|49 Rue de Ecoles|
+33 (0) 1 43 54 13 67
8:00am to 11:45pm daily
Friday, September 23, 2011
Wednesday, September 14, 2011
Friday, September 9, 2011
Perbacco is a well established traditional, yet modern, Italian restaurant specializing primarily in the regional cuisine of Piemonte. It has definitely earned its fine reputation. We were really looking forward to having dinner there with a friend who is also committed to finding the best restaurants in our fair city. On our first visit we carefully went through the menu, hoping to find items we thought would distinguish this restaurant from other traditional Northern Italian restaurants we have tried.
To start each table is given an ample supply of grissini with a deep, grassy olive oil for dipping. When we ordered starters, it was difficult to pass on the veal tartar with truffled lardo crostino, so we didn't bother, but went ahead and ordered it. The lardo warmed by the toasted bread was silky and earthy, thanks to the truffle oil; it could easily have stood on its own, but was better in the smaller quantity because of its richness. The veal tartar was delicate in flavor, not only because it was veal, but because it was not overly enhanced with other ingredients. Perbacco's simplified version of a tartar was elegant and using mustard micro greens instead of mustard made the taste cleaner and less muddled. Even though beef tartar is a French classic, restraint on the recipe made it purely Italian.
Restraint is not a word that could be used in discussing the raviolo. As a pasta lover, ordering just one piece was an entirely new experience and a bit disconcerting. After having heard about ravioli filled with raw egg yolks, this was my first opportunity to try one, but I instinctively knew one would not be enough. Looking at it on the plate gave me some comfort because it was large, but at $13 a pop, it seemed skimpy. After cutting it open with my fork and tasting the first bite, it occurred to me that it was worth even more than the current menu price. This filled pasta dish, composed of truffled ricotta, egg yolk, black chanterelle mushrooms and asparagus was enchanting and seductive. I'll go even further to say it was luxurious on the palate. Going back to Perbacco and not ordering it again would be impossible.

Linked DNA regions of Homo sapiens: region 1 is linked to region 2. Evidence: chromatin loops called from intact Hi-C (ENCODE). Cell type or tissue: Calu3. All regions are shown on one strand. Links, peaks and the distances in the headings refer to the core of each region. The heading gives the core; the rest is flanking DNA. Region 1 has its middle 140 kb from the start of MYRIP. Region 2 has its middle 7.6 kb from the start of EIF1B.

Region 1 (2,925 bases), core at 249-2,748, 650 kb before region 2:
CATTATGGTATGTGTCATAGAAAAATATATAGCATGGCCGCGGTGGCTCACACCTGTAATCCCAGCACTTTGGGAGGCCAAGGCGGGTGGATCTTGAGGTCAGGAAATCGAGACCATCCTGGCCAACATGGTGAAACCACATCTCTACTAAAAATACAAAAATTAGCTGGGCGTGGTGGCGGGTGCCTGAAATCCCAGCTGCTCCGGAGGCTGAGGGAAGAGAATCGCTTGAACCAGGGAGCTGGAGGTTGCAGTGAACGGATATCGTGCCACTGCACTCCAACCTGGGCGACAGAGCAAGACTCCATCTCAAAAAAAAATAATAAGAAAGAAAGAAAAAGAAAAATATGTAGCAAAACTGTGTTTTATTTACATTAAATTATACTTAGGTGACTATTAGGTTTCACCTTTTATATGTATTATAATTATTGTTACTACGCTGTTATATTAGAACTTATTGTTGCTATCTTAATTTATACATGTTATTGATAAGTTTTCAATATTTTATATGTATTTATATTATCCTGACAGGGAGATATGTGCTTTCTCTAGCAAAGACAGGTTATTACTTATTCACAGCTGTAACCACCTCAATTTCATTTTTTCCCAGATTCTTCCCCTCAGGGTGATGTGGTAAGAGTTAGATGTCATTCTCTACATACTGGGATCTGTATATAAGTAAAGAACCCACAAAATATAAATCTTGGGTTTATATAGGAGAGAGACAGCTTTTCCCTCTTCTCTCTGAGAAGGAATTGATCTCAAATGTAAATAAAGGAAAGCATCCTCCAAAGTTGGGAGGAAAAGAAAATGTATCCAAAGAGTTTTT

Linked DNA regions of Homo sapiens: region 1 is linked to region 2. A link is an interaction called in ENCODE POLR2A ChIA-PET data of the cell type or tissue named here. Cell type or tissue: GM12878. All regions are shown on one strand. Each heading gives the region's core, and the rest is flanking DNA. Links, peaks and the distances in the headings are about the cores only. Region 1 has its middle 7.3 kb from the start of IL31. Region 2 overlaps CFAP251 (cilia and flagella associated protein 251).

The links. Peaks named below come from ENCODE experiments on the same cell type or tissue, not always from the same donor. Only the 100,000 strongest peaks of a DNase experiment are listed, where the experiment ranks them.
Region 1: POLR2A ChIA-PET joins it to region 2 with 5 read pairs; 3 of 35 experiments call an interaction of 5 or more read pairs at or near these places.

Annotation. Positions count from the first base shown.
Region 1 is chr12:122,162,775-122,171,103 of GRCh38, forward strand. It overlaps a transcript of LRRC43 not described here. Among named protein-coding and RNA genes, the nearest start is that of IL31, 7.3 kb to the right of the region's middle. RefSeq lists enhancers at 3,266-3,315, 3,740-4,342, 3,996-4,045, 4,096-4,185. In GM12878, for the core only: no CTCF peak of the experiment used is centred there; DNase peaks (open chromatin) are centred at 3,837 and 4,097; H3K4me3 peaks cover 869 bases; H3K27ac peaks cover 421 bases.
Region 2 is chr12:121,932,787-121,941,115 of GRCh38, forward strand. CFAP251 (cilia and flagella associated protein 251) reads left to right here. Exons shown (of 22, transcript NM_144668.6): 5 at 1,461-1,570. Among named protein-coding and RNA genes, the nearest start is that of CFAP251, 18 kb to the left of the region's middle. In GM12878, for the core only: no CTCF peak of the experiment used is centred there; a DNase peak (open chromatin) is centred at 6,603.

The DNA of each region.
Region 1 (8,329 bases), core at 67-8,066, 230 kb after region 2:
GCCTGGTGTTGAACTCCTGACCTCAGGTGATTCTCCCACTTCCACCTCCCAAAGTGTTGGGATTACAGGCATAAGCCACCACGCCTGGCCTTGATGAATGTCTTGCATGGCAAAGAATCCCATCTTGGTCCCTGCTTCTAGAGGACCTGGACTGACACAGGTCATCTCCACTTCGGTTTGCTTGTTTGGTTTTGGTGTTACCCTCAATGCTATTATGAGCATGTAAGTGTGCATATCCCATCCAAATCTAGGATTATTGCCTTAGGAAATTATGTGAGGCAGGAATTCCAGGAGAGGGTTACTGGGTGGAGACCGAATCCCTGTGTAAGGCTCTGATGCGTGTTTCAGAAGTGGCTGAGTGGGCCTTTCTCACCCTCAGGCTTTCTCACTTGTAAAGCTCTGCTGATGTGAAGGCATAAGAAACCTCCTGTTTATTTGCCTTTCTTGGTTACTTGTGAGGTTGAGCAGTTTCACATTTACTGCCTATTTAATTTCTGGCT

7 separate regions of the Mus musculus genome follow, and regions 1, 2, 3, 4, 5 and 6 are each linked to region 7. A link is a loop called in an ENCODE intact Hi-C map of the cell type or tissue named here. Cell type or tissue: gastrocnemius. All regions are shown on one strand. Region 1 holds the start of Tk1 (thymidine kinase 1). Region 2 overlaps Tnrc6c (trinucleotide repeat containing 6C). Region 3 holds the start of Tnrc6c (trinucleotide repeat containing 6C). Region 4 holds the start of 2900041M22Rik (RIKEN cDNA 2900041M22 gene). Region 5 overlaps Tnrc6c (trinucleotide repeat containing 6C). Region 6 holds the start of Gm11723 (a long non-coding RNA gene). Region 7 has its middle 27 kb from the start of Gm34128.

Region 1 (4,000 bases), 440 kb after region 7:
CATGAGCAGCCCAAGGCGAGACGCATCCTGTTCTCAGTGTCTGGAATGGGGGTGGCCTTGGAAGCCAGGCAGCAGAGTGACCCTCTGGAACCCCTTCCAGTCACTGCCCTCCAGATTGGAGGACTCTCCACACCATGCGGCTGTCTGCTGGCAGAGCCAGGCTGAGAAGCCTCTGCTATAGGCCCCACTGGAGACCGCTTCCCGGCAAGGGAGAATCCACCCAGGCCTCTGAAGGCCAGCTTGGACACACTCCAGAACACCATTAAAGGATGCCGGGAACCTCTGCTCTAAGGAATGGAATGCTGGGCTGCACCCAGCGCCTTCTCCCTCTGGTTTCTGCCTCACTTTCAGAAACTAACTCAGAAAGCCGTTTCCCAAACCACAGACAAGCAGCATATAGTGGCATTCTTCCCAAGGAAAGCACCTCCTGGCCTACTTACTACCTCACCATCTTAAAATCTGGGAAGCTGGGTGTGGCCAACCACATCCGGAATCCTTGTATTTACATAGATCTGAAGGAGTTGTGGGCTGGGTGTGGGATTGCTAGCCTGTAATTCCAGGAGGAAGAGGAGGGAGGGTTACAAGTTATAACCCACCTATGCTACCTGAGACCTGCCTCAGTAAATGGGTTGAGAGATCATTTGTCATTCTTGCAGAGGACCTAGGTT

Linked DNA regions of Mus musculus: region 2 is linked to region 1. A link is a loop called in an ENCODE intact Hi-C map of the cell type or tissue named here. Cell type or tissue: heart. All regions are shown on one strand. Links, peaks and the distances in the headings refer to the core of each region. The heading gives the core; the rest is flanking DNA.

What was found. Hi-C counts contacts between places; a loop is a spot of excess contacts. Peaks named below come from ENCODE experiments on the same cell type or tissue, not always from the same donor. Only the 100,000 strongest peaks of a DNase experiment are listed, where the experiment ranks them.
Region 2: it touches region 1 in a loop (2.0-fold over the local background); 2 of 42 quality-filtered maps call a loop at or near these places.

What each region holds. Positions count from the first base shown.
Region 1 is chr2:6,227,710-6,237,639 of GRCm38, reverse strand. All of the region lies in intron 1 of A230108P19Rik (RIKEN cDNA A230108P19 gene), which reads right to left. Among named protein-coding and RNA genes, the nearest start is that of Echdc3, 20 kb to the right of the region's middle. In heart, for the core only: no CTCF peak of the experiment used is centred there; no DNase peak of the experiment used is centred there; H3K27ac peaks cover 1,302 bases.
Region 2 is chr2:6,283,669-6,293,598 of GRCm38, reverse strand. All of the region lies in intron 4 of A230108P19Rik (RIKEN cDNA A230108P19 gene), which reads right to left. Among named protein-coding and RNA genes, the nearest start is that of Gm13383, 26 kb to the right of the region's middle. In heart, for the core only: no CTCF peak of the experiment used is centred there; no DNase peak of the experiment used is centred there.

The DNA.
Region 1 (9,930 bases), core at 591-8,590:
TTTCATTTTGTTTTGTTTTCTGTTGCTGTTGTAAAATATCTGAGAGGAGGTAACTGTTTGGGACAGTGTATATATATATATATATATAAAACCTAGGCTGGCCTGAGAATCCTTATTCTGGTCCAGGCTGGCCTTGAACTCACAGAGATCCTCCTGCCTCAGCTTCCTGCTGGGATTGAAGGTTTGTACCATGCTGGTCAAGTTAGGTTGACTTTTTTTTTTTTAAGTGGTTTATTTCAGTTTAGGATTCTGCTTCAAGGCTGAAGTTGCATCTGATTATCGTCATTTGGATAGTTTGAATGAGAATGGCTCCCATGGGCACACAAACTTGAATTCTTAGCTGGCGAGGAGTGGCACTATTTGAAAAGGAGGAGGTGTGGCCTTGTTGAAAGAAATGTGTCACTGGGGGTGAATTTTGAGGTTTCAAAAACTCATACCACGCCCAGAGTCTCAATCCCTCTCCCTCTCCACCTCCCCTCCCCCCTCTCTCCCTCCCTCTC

It cannot be said that after the raviolo, everything else paled by comparison, but my attention was still heavily on the raviolo, and letting its taste linger was weighing against trying my second course, while it remained hot. After it had significant table time, I finally cut open the blood sausage. It was selected because it was the very first time I have seen this sausage offered as a menu item in this country. I almost hesitated because of the braised radicchio that came with it, but the sweetness of the sausage made it a good pairing. It was so good, that I now buy boudin noir regularly. Our friend enjoyed his braised rabbit, saying it was tender, not dry. The portion was notable.
It can be safely said that Perbacco excels in pasta making and meat braising. Those qualities are perfectly exemplified in the Langaroli, their ravioli filled with braised short ribs, and porcini mushrooms in a red wine butter sauce. Excuisite is the word that comes to mind when I recall this pasta. It was flawless. Once more, it would be difficult to go back to this restaurant without ordering this pasta. It was an inspired way to use up any of their leftover beef short rib stracotto, another popular menu item. In fact, that will be my next main course selection, based entirely on the taste of this pasta.
|230 California Street |
San Francisco, CA 94111 (map)